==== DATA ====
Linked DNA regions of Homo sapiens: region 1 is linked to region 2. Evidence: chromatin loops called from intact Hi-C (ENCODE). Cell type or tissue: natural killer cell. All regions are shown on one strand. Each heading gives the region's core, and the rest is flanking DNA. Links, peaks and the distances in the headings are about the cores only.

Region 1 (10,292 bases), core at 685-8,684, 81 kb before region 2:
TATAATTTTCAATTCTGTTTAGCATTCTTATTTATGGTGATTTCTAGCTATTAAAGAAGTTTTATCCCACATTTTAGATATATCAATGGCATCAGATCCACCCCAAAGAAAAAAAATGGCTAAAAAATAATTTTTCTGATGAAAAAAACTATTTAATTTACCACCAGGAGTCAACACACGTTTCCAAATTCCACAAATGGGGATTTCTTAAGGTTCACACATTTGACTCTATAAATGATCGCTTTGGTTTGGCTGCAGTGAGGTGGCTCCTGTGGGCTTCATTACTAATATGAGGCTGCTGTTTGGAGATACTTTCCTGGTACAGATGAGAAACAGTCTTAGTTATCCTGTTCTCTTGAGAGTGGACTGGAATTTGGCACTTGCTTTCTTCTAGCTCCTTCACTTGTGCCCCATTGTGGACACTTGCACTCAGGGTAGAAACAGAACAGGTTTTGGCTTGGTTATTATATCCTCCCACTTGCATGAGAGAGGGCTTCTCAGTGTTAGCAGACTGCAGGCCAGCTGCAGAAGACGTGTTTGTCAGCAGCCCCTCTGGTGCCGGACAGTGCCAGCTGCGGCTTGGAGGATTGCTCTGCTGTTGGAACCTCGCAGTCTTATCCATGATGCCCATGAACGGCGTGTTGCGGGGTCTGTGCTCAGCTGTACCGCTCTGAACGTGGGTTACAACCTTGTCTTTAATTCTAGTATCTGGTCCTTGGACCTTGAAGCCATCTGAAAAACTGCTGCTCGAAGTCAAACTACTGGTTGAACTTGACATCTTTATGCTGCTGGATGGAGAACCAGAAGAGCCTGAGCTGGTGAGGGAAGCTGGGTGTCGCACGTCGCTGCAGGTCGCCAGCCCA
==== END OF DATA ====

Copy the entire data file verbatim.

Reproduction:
Linked DNA regions of Homo sapiens: region 1 is linked to region 2. Evidence: chromatin loops called from intact Hi-C (ENCODE). Cell type or tissue: natural killer cell. All regions are shown on one strand. Each heading gives the region's core, and the rest is flanking DNA. Links, peaks and the distances in the headings are about the cores only.

Region 1 (10,292 bases), core at 685-8,684, 81 kb before region 2:
TATAATTTTCAATTCTGTTTAGCATTCTTATTTATGGTGATTTCTAGCTATTAAAGAAGTTTTATCCCACATTTTAGATATATCAATGGCATCAGATCCACCCCAAAGAAAAAAAATGGCTAAAAAATAATTTTTCTGATGAAAAAAACTATTTAATTTACCACCAGGAGTCAACACACGTTTCCAAATTCCACAAATGGGGATTTCTTAAGGTTCACACATTTGACTCTATAAATGATCGCTTTGGTTTGGCTGCAGTGAGGTGGCTCCTGTGGGCTTCATTACTAATATGAGGCTGCTGTTTGGAGATACTTTCCTGGTACAGATGAGAAACAGTCTTAGTTATCCTGTTCTCTTGAGAGTGGACTGGAATTTGGCACTTGCTTTCTTCTAGCTCCTTCACTTGTGCCCCATTGTGGACACTTGCACTCAGGGTAGAAACAGAACAGGTTTTGGCTTGGTTATTATATCCTCCCACTTGCATGAGAGAGGGCTTCTCAGTGTTAGCAGACTGCAGGCCAGCTGCAGAAGACGTGTTTGTCAGCAGCCCCTCTGGTGCCGGACAGTGCCAGCTGCGGCTTGGAGGATTGCTCTGCTGTTGGAACCTCGCAGTCTTATCCATGATGCCCATGAACGGCGTGTTGCGGGGTCTGTGCTCAGCTGTACCGCTCTGAACGTGGGTTACAACCTTGTCTTTAATTCTAGTATCTGGTCCTTGGACCTTGAAGCCATCTGAAAAACTGCTGCTCGAAGTCAAACTACTGGTTGAACTTGACATCTTTATGCTGCTGGATGGAGAACCAGAAGAGCCTGAGCTGGTGAGGGAAGCTGGGTGTCGCACGTCGCTGCAGGTCGCCAGCCCA